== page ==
"The U.S. Food and Drug Administration is alerting hospitals, health care professionals, and patients of a voluntary recall of all non-expired drug products produced and distributed for sterile use by Abrams Royal Compounding Pharmacy in Dallas, T"...
Caution should be exercised when administering Tigan (trimethobenzamide hydrochloride capsules) to children for the treatment of vomiting. Antiemetics are not recommended for treatment of uncomplicated vomiting in children and their use should be limited to prolonged vomiting of known etiology. There are two principal reasons for caution:
- The extrapyramidal symptoms which can occur secondary to Tigan (trimethobenzamide hydrochloride capsules) may be confused with the central nervous system signs of an undiagnosed primary disease responsible for the vomiting, e.g., Reye's syndrome or other encephalopathy.
- It has been suspected that drugs with hepatotoxic potential, such as Tigan (trimethobenzamide hydrochloride capsules) , may unfavorably alter the course of Reye's syndrome. Such drugs should therefore be avoided in children whose signs and symptoms (vomiting) could represent Reye's syndrome.
Tigan (trimethobenzamide hydrochloride capsules) may produce drowsiness. Patients should not operate motor vehicles or other dangerous machinery until their individual responses have been determined.
Usage in Pregnancy: Trimethobenzamide hydrochloride was studied in reproduction experiments in rats and rabbits and no teratogenicity was suggested. The only effects observed were an increased percentage of embryonic resorptions or stillborn pups in rats administered 20 mg and 100 mg/kg and increased resorptions in rabbits receiving 100 mg/kg. In each study these adverse effects were attributed to one or two dams. The relevance to humans is not known. Since there is no adequate experience in pregnant or lactating women who have received this drug, safety in pregnancy or in nursing mothers has not been established.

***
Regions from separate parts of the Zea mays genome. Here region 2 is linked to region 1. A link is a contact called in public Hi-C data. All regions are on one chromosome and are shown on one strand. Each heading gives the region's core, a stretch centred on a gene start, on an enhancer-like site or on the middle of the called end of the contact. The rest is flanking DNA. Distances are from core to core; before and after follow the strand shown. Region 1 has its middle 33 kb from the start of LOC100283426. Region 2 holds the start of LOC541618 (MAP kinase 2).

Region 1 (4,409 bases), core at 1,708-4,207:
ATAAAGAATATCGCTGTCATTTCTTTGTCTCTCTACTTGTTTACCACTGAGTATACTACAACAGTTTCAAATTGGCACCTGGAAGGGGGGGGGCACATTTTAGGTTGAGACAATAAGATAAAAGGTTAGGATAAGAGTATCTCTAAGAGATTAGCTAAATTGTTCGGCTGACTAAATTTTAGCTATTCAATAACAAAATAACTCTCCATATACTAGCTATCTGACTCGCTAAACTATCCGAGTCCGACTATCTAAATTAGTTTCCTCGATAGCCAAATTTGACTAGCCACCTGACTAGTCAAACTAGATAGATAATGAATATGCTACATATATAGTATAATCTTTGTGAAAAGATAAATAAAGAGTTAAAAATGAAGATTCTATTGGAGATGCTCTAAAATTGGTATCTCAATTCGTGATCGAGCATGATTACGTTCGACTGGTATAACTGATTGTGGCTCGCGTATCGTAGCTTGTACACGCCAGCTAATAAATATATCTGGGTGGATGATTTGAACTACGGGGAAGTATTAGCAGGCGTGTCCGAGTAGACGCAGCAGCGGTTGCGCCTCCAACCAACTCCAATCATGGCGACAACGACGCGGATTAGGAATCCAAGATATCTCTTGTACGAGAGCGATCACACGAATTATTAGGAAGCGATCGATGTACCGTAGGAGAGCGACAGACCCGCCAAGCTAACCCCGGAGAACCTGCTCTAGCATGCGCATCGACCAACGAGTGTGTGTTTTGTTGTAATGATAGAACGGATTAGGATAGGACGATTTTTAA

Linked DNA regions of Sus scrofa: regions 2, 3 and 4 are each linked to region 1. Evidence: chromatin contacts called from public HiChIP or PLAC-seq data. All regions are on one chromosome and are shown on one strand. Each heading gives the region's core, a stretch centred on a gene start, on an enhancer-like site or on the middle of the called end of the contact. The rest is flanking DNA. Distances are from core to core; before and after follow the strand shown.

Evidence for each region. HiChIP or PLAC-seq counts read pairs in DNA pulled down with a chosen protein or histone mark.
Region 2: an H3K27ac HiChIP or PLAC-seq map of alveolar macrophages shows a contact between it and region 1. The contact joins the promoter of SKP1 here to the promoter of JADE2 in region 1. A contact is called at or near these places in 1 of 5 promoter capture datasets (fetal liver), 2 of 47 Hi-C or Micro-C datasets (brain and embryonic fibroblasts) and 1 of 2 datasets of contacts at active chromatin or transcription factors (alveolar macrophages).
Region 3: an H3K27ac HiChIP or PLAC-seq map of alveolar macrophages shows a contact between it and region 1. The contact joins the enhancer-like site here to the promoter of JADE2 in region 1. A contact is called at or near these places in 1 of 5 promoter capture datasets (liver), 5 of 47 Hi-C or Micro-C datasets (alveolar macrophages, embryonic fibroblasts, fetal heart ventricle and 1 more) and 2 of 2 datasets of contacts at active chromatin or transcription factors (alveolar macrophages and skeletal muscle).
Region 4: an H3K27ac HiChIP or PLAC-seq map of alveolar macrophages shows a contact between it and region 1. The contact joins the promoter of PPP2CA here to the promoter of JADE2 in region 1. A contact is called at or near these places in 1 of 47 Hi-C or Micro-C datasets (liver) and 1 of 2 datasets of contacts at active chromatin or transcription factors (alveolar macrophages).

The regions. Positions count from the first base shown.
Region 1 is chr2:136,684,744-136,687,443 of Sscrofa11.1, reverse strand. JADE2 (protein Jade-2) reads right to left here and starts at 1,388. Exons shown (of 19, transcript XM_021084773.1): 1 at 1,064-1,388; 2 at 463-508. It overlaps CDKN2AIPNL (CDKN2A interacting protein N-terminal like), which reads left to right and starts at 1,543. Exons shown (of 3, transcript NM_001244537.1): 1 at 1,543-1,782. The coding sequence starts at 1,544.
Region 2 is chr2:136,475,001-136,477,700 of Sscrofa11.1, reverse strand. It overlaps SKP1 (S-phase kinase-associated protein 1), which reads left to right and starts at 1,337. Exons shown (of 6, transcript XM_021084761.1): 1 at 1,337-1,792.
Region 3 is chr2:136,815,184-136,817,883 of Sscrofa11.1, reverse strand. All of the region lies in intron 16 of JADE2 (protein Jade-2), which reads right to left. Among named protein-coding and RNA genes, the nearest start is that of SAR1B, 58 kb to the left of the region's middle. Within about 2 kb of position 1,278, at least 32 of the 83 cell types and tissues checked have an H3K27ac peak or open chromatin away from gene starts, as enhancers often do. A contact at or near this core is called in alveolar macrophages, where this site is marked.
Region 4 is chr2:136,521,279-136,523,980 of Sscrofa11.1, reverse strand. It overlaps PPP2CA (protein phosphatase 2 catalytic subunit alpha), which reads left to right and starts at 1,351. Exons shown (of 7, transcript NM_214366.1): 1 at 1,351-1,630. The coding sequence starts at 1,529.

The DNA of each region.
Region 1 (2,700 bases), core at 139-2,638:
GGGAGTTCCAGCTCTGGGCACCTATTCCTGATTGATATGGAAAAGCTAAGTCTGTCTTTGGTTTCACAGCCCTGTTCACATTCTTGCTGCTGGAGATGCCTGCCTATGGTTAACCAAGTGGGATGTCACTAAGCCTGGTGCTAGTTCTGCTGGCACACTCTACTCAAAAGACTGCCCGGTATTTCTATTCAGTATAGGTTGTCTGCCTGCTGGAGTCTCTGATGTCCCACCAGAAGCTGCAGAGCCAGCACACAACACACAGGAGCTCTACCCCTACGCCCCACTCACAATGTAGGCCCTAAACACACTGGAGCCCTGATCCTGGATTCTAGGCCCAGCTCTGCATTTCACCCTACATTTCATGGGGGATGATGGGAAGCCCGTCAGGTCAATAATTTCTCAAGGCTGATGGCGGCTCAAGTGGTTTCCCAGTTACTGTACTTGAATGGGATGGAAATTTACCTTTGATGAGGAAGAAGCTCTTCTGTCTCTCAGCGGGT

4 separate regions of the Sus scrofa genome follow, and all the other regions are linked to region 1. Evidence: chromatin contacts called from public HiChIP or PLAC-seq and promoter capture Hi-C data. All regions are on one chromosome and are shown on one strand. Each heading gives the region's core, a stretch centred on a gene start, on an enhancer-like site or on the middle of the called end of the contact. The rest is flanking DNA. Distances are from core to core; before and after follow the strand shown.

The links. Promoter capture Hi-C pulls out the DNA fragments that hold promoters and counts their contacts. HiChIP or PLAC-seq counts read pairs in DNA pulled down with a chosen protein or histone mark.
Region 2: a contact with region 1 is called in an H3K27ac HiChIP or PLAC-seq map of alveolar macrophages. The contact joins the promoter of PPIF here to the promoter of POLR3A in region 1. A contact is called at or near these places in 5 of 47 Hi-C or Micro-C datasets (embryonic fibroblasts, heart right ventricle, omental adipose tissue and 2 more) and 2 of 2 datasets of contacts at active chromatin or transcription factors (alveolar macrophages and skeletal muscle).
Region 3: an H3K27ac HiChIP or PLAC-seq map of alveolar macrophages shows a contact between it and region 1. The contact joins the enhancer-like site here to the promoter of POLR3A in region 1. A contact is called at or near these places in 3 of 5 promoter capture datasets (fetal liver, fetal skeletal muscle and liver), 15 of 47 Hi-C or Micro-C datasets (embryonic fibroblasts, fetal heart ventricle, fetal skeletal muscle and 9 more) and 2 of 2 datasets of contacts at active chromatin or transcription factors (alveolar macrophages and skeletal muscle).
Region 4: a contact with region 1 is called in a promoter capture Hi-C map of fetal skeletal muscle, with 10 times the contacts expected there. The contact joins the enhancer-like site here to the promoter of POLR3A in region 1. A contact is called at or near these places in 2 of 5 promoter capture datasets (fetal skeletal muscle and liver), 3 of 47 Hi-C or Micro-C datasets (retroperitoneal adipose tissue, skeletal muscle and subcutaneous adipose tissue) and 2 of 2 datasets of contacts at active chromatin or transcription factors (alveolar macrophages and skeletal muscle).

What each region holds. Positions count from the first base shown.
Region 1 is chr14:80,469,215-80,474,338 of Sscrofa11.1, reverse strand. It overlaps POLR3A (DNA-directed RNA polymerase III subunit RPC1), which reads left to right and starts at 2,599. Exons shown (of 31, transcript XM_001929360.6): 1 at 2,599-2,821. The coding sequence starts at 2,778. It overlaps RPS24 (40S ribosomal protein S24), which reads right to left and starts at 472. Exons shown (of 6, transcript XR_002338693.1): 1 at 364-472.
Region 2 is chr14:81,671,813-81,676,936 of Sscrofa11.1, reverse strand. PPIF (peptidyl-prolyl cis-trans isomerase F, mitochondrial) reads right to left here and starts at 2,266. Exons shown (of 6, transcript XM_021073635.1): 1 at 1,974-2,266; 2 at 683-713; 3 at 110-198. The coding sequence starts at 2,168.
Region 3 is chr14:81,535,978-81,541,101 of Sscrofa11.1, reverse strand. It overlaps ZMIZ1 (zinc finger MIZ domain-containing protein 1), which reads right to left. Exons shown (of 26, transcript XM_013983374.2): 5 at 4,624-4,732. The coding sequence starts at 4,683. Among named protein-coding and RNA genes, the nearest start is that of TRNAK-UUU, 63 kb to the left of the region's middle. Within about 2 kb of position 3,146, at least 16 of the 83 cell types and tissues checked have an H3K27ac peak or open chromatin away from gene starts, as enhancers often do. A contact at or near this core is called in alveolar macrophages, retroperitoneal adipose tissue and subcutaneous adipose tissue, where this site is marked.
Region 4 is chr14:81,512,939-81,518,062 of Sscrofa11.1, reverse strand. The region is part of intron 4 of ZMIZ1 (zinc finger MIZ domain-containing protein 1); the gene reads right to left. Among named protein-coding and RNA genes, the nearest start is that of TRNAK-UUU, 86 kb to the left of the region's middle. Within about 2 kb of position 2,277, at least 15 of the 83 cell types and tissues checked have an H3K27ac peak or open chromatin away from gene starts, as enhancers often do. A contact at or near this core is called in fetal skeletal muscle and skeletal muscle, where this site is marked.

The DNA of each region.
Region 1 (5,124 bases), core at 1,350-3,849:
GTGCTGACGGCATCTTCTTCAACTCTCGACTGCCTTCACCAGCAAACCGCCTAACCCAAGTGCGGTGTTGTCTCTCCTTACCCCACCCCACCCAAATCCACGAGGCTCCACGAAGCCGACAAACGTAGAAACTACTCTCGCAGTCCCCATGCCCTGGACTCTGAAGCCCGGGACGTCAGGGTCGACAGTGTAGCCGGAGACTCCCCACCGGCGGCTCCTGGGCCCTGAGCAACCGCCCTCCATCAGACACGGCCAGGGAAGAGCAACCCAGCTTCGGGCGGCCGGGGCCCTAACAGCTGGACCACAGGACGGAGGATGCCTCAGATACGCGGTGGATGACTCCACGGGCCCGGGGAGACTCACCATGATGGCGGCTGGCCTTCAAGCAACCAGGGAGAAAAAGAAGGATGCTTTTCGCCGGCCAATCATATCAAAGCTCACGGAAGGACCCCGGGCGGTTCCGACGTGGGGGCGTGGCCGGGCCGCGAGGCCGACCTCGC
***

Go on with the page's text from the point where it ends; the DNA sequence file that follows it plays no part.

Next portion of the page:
Usage with Alcohol: Concomitant use of alcohol with Tigan (trimethobenzamide hydrochloride capsules) may result in an adverse drug interaction.
During the course of acute febrile illness, encephalitides, gastroenteritis, dehydration and electrolyte imbalance, especially in children and the elderly or debilitated, CNS reactions such as opisthotonos, convulsions, coma and extrapyramidal symptoms have been reported with and without use of Tigan (trimethobenzamide hydrochloride capsules) (trimethobenzamide hydrochloride) or other antiemetic agents. In such disorders caution should be exercised in administering Tigan (trimethobenzamide hydrochloride capsules) , particularly to patients who have recently received other CNS-acting agents (phenothiazines, barbiturates, belladonna derivatives). Primary emphasis should be directed toward the restoration of body fluids and electrolyte balance, the relief of fever and relief of the causative disease process. Overhydration should be avoided since it may result in cerebral edema.
The antiemetic effects of Tigan (trimethobenzamide hydrochloride capsules) may render diagnosis more difficult in such conditions as appendicitis and obscure signs of toxicity due to overdosage of other drugs.
Adjustment of Dose in Renal Failure
A substantial route of elimination of unchanged trimethobenzamide is via the kidney. Dosage adjustment should be considered in patients with reduced renal function including some elderly patients. (See CLINICAL PHARMACOLOGY and DOSAGE AND ADMINISTRATION).
Clinical studies of trimethobenzamide hydrochloride did not include sufficient numbers of patients aged 65 and over to determine whether they respond differently from younger patients. Although there are studies reported in the literature that included elderly patients > 65 years old with younger patients, it is not known if there are differences in efficacy or safety parameters for elderly and non-elderly patients treated with trimethobenzamide. In general, dose selection for an elderly patient should be cautious, usually starting at the low end of the dosing range, reflecting the greater frequency of decreased hepatic, renal, or cardiac function, and of concomitant disease or other drug therapy.
This drug is known to be substantially excreted by the kidney, and the risk of toxic reactions to this drug may be greater in patients with impaired renal function. Because elderly patients are more likely to have decreased renal function, care should be taken in dose selection, and it may be useful to monitor renal function. (See CLINICAL PHARMACOLOGY and DOSAGE AND ADMINISTRATION).
Last reviewed on RxList: 1/23/2009
This monograph has been modified to include the generic and brand name in many instances.
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